Historic deal struck at COP27 to create loss and damage fund for poor nations

(SHARM EL-SHEIKH, Egypt) — Negotiators early Sunday approved a historic deal that would create a fund to compensate poor nations that fall victim to climate extremes exacerbated by rich countries’ carbon pollution, but an overall bigger deal is still up in the air because of the fight over emissions reduction efforts.

After that vote, talks on other aspects of the negotiations were postponed while delegates were given 30 minutes to read the texts of other measures they had to vote on.

The decision creates a fund for what negotiators are calling for loss and damage. It’s a big win for poorer nations that have long wanted the cash – sometimes seen as reparations – because they are often the victims of climate worsened floods, droughts, heat waves, famines and storms, even though they contributed little to the pollution that heats the globe

“This is how a 30-year journey of ours has finally, hopefully, come to fruition today,” said Pakistan’s climate minister Sherry Rehman, who has often taken the initiative for the world’s poorest nations. A third of her nation was submerged this summer by a devastating flood, and she and other officials used the motto: “What happens in Pakistan will not stay in Pakistan.”

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Maldives Environment Minister Aminat Shauna told the AP on Saturday that “this means that for countries like ours, we will have the mosaic of solutions that we are advocating for.”

It’s a reflection of what can be done when the poorest nations stick together, said Alex Scott, a climate diplomacy expert at the E3G think tank.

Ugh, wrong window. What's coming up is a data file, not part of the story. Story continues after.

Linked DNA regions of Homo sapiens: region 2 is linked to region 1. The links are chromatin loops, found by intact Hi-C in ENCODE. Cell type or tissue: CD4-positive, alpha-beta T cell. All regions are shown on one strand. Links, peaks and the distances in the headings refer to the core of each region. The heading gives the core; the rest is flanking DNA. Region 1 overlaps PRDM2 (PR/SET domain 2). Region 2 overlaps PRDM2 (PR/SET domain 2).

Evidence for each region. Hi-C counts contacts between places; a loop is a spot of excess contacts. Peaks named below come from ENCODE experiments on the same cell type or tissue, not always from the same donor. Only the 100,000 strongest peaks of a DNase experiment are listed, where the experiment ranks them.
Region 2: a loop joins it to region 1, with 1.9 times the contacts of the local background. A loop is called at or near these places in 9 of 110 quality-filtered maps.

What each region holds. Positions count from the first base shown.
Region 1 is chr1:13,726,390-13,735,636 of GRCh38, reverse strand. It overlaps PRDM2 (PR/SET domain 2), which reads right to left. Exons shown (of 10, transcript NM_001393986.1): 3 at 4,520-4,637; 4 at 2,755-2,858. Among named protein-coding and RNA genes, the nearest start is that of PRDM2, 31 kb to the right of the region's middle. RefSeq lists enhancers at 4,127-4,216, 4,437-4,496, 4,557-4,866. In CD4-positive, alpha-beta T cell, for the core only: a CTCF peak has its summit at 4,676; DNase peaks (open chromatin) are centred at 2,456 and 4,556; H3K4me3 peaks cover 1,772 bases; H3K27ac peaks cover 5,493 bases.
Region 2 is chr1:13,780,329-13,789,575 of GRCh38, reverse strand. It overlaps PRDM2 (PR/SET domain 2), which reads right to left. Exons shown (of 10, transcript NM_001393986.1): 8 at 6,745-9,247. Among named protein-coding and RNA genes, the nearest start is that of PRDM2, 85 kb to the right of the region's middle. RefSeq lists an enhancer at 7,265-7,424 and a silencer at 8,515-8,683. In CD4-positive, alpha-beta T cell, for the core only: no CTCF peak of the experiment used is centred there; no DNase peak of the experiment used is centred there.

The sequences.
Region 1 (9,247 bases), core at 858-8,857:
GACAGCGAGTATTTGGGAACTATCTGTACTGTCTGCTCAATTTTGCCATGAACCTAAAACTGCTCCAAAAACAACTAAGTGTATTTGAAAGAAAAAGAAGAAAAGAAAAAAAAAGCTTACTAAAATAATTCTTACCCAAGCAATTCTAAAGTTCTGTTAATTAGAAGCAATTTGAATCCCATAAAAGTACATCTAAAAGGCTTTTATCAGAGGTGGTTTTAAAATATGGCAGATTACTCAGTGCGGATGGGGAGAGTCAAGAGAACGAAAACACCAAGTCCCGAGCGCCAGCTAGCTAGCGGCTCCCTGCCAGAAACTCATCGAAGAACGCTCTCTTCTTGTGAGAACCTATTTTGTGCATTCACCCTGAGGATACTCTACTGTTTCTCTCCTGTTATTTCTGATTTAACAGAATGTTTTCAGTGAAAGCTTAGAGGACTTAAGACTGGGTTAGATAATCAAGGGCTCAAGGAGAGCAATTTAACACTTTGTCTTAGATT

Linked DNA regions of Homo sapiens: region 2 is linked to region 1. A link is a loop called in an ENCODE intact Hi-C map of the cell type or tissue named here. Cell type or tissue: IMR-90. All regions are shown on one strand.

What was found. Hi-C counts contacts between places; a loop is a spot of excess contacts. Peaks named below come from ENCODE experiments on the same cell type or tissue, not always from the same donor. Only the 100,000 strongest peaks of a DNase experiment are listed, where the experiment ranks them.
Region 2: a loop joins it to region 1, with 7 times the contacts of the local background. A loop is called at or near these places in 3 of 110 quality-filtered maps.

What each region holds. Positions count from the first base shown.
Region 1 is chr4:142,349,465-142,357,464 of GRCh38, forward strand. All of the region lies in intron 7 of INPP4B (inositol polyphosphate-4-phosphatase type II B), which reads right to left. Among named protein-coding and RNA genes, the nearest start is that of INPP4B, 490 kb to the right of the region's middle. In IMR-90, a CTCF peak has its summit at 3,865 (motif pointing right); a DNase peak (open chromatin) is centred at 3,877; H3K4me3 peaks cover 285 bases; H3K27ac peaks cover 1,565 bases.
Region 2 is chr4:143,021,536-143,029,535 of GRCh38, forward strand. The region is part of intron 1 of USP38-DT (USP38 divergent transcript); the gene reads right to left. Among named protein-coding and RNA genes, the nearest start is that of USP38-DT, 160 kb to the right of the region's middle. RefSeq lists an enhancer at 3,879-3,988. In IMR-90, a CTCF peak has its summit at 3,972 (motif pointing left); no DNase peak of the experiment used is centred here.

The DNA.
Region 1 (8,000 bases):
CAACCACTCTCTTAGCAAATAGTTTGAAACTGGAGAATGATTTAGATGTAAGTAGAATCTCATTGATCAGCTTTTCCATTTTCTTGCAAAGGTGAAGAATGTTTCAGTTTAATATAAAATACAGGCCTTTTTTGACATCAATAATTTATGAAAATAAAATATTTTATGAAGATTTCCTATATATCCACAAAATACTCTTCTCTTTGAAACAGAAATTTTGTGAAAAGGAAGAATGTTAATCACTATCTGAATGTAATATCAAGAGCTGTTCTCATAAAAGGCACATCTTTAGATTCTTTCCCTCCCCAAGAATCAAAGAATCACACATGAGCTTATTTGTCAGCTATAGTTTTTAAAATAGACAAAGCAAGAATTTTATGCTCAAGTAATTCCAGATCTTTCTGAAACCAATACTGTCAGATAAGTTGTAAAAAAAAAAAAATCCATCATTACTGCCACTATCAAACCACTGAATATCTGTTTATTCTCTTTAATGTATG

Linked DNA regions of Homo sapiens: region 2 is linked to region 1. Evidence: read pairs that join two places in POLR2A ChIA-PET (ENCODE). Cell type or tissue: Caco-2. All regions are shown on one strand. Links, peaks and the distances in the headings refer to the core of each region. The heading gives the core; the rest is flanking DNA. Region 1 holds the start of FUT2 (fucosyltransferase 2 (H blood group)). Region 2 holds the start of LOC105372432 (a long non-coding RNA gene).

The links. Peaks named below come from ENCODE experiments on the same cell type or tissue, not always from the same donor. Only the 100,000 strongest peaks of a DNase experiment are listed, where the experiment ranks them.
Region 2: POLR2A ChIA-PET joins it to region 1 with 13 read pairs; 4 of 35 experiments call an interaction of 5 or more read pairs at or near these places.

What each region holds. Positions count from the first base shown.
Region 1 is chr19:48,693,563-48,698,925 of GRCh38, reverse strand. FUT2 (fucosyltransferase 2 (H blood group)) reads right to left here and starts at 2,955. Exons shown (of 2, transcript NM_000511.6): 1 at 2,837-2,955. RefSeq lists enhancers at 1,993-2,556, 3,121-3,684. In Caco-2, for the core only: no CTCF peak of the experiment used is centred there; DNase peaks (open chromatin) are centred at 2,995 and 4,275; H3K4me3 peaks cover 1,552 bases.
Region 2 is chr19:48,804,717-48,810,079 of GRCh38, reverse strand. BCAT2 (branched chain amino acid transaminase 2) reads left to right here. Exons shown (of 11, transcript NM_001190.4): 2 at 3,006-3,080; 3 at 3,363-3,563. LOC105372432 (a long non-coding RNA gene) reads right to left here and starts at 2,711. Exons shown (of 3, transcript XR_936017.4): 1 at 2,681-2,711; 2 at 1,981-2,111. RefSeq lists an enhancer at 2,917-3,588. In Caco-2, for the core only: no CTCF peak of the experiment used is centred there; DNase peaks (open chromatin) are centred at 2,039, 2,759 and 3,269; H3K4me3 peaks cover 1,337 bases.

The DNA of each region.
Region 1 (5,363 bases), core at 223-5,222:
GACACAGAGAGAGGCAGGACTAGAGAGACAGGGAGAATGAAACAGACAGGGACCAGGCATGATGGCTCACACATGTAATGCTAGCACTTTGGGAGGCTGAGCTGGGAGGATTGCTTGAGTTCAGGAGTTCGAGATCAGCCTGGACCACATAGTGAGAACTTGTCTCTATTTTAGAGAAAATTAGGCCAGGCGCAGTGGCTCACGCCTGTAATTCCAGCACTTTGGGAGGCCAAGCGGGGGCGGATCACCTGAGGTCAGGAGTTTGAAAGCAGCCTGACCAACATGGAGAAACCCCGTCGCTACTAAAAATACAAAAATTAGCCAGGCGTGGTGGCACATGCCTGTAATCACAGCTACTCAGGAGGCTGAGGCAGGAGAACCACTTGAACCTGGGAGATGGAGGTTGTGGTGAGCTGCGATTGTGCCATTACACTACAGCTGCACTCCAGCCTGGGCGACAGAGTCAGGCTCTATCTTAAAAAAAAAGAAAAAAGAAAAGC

“I think it’s huge for governments to come together to work out at least the first step of … how to deal with the problem of loss and damage,” Scott said. But like all climate finance, it’s one thing to set up a fund, another to get the money coming in and out, she said. The developed world has yet to keep its 2009 pledge to spend $100 billion a year on other climate aid — designed to help poor nations develop green energy and adapt to future warming.

The agreement “offers hope to vulnerable people that they will get help to recover from climate disasters and rebuild their lives,” said Harjeet Singh, head of global policy strategy at Climate Action Network International.

Egypt’s presidency, which has come under fire from all sides, proposed a new loss and damage deal on Saturday afternoon and within hours a deal was reached, but the Norwegian negotiator said it was not so much the Egyptians as the countries working together.

German climate envoy Jennifer Morgan and Chilean Environment Minister Maisa Rojas, who got the deal to the agenda and to the finish line, embraced after crossing, posed for a photo and said “yes, we did it!”

Under the agreement, the fund will initially draw on contributions from developed countries and other private and public sources such as international financial institutions. Although major emerging economies such as China will not initially be required to contribute, this option remains on the table and will be negotiated in the coming years. This is a key demand of the European Union and the United States, which argue that China and other major polluters currently classified as developing countries have the financial clout and responsibility to pay their way.